On May 5, a passenger on American Airlines flight 3950 from Philadelphia to Syracuse noticed something strange about the olive-skinned, dark-haired man sitting next to her. As the flight prepared to depart, he scribbled unintelligible symbols on a notepad.
Suspicious, the passenger signaled a flight attendant, passing a note to alert the crew of the potential terrorist threat sitting next to her. The plane, on the tarmac awaiting takeoff, reversed course and returned to the terminal. The mysterious man and his notepad of strange symbols were escorted off the plane. The man was questioned by the FBI.
The scribbling turned out to be mathematical symbols - a differential equation. The suspected terrorist was a decorated Ivy League economist named Guido Menzio, the winner of prestigious Carlo Alberto Medal.
Dr. Menzio is Italian, not Middle Eastern. Though the passenger who alerted authorities to the presence of threatening glyphs couldn't get her ethnic profiling straight, you really can't blame her for confusing a math equation for an Arabic farewell. Fewer and fewer Americans have the first clue these days about x and y.
According to the Programme for International Student Assessment (PISA) of 15 year-old student math, science and reading aptitude, U.S. students' ranking in math scores have dropped steadily over a 12-year period. In 2000, U.S. students ranked 18th in the world. In 2012, they ranked 36th. The news is not all bad: according to PISA, our students are still smarter than Croatia's.
Though foreign-born terrorists have killed 25 Americans since 9/11 (compared with over 153,000 gun-related homicides in the same period), the absence of math skills represents a far greater threat to the United States than ISIS in the long term. While terrorists brought down the World Trade Center, it was math that erected the twin towers in the first place.
Had the twin towers been engineered using the conventional 1960's skyscraper designs of the time, they would have come down long before 2001. In addition to the challenges posed by supporting the sheer weight of 1,360-foot-tall buildings, the towers also needed to withstand the load caused by stiff winds from New York Harbor.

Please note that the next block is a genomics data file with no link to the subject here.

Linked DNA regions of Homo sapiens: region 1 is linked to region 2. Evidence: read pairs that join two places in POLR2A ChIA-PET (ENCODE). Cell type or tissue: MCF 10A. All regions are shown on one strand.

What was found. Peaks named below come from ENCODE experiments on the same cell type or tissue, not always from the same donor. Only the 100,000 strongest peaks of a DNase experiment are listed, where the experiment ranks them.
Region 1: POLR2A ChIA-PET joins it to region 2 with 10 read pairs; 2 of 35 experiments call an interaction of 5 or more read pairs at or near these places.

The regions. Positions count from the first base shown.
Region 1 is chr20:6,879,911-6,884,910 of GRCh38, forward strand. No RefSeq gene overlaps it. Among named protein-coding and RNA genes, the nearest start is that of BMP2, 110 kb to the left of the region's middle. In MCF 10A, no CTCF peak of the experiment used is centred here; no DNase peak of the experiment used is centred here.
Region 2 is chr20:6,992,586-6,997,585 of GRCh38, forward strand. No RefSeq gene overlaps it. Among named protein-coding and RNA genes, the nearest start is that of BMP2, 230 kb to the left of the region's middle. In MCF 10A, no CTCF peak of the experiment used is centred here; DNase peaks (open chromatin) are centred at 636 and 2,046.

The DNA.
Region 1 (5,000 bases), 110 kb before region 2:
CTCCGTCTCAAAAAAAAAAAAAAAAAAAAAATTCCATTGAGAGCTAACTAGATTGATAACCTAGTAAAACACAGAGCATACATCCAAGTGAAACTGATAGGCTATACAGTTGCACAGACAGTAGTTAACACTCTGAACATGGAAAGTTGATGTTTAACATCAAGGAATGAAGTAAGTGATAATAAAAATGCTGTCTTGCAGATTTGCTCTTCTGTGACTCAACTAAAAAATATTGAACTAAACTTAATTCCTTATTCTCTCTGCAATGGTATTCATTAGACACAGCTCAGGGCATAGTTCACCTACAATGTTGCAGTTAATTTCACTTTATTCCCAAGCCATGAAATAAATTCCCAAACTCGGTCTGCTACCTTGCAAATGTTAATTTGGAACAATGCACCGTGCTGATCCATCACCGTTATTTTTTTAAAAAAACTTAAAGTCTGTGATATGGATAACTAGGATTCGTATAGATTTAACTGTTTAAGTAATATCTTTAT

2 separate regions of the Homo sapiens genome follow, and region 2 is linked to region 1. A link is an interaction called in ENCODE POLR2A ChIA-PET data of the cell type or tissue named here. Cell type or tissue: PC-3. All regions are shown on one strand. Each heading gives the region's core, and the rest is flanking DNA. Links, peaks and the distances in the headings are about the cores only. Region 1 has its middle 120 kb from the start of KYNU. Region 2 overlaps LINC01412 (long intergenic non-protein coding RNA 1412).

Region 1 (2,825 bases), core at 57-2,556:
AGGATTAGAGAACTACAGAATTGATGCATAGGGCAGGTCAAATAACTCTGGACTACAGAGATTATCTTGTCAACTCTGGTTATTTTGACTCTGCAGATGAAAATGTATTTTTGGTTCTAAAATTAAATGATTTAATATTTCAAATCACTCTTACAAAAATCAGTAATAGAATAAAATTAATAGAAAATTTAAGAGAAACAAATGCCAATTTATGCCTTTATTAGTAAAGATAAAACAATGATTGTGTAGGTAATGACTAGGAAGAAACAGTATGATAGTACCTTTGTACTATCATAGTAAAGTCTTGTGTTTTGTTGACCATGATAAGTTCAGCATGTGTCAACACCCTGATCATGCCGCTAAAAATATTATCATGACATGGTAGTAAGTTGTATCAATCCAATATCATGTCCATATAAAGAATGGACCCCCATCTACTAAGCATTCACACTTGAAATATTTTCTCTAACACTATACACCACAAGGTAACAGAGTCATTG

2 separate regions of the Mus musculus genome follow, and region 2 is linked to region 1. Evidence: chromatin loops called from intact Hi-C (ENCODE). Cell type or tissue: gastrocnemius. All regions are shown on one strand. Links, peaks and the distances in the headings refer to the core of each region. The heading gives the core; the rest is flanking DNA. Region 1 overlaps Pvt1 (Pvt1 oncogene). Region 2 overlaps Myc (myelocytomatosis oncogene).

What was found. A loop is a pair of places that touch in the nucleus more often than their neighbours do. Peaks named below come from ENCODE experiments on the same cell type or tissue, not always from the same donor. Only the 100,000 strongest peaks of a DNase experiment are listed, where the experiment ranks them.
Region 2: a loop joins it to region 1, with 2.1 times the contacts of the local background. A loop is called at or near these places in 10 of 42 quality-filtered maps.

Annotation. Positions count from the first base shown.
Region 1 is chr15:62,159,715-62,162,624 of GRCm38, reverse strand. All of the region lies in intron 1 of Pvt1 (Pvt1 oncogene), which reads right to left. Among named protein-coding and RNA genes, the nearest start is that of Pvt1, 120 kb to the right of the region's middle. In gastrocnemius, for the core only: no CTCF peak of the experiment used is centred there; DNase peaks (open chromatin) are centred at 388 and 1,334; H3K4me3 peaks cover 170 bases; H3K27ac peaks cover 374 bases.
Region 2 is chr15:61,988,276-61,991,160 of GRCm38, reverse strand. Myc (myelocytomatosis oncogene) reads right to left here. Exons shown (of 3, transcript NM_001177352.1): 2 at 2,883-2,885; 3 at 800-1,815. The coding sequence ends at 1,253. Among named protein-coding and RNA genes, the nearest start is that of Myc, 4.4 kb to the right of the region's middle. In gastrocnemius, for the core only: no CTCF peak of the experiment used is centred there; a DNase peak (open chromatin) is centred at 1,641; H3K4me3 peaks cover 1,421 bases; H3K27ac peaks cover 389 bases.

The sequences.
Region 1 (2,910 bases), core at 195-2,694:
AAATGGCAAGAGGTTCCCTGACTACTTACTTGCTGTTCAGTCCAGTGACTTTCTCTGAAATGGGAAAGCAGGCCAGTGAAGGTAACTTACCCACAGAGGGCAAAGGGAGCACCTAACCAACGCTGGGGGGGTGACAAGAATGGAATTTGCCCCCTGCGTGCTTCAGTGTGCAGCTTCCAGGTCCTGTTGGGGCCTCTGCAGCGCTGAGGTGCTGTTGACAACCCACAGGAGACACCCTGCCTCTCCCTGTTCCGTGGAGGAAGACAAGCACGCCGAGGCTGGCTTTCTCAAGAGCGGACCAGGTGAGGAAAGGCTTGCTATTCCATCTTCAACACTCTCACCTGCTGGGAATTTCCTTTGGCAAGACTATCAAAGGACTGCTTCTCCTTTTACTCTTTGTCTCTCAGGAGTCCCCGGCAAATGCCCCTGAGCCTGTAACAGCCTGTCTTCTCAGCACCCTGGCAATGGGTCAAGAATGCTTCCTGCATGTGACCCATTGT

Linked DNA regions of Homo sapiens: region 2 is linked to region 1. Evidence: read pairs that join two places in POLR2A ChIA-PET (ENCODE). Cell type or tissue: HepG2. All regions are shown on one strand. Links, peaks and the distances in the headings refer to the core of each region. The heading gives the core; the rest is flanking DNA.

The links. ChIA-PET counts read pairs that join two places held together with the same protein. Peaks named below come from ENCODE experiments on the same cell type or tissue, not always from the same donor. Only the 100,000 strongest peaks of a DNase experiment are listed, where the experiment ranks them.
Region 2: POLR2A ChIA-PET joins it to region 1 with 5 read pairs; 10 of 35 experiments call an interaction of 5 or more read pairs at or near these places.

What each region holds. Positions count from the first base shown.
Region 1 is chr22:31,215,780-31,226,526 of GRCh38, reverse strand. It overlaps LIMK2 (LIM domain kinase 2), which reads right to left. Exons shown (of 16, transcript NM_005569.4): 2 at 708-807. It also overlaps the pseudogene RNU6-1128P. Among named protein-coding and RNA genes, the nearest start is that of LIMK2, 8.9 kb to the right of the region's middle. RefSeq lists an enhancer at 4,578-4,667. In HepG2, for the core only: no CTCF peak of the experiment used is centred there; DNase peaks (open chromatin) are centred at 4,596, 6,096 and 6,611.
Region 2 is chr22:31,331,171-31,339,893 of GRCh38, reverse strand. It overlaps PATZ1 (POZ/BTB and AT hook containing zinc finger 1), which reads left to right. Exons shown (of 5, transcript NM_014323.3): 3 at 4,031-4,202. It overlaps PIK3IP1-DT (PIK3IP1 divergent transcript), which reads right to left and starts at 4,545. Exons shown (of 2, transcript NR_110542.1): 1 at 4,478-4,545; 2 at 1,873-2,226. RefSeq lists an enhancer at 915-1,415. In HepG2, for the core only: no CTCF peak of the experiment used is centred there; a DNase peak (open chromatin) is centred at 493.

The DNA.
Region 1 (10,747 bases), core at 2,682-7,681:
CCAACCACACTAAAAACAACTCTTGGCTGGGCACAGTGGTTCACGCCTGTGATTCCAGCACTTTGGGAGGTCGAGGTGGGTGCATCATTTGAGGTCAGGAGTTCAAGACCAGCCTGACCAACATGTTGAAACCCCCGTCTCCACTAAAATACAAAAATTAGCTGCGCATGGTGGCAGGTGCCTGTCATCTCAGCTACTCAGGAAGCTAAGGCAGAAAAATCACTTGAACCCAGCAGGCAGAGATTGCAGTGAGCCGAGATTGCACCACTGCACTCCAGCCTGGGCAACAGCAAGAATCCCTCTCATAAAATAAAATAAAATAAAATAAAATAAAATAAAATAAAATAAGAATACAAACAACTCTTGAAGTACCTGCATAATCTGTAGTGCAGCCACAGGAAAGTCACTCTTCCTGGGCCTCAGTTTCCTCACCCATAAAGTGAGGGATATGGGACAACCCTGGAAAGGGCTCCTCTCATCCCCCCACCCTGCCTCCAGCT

The solution posed by structural engineers John Skilling and Leslie Robertson was to fundamentally rethink the design of super-tall buildings, replacing the traditional infrastructure of internal columns with an exoskeleton lattice of exterior columns. The resulting skyscraper "tube" could bear the enormous weight of what were then the world's tallest buildings, while also resisting wind speeds of up to 150 miles per hour.
The twin towers were marvels in the 1960's, a time when America served up other engineering wonders like the first Internet data exchange and the first manned moon landing. The Saturn V moon rocket, the twin towers, and many other American tech advances were all propelled by math.
Today, the world's tallest buildings are no longer found in America. If you stacked both twin towers on top each other, they would roughly equal Dubai's Burj Khalifa at 2,722 feet - over half a mile high. The world's five tallest buildings are found in Asia and the Middle East. Coincidentally, the world's tallest math scores also belong to Asian students.
Tall buildings and moonshots aren't just about national bragging rights. They are biproducts of a country's intellectual capacity and its priorities. In 1944, one of America's top priorities was the GI Bill, which provided a range of benefits for veterans returning from World War II. Nearly eight million veterans took advantage of the GI Bill's education benefits, enabling veterans to get college or vocational education. Management guru Peter Drucker described the GI Bill as "the most important event of the 20th century" and credited it for the rise of America's modern knowledge economy.
Historian Ed Humes said that "the scientists and engineers and teachers and thinkers who brought in the information age, who took us to the moon, who waged the cold war, you name it - all those men and women were educated through the GI Bill." The bill provided education for 14 Nobel Prize winners, three Supreme Court justices, and three presidents.
America's educated workforce was a key catalyst of its postwar economic boom and associated prosperity. America has largely coasted off FDR's depression-era investments in education and infrastructure ever since.
Since this time, the importance of education in Americans' minds has faded, along with an awareness of its connection to American prosperity.
In a recent Gallup poll, while 90% of democrats rated education as a national priority, only 68% of republicans shared this view. Nowhere is this schism in priorities more starkly contrasted than in each party's choice for president.
One of those presidential campaign's slogans is "Make America Great Again." The other's response is that "America never stopped being great." Though many of us don't buy in to one candidate's wall-building, Muslim-deporting recipe to return to American greatness, the claim that "America never stopped being great" doesn't feel quite right either. We know when we're off our game.
Maybe American greatness doesn't lie as much in its condition at a particular moment as it does in its enduring potential for greatness. Sometimes that potential is realized, both when America is smart, as well as when it does the right thing. America has the capacity for greatness, which is fulfilled when a truly great leader comes along once every few decades.
As was the case 70 years ago, if an American president truly wants to make America great again, a great place to start is by educating its people.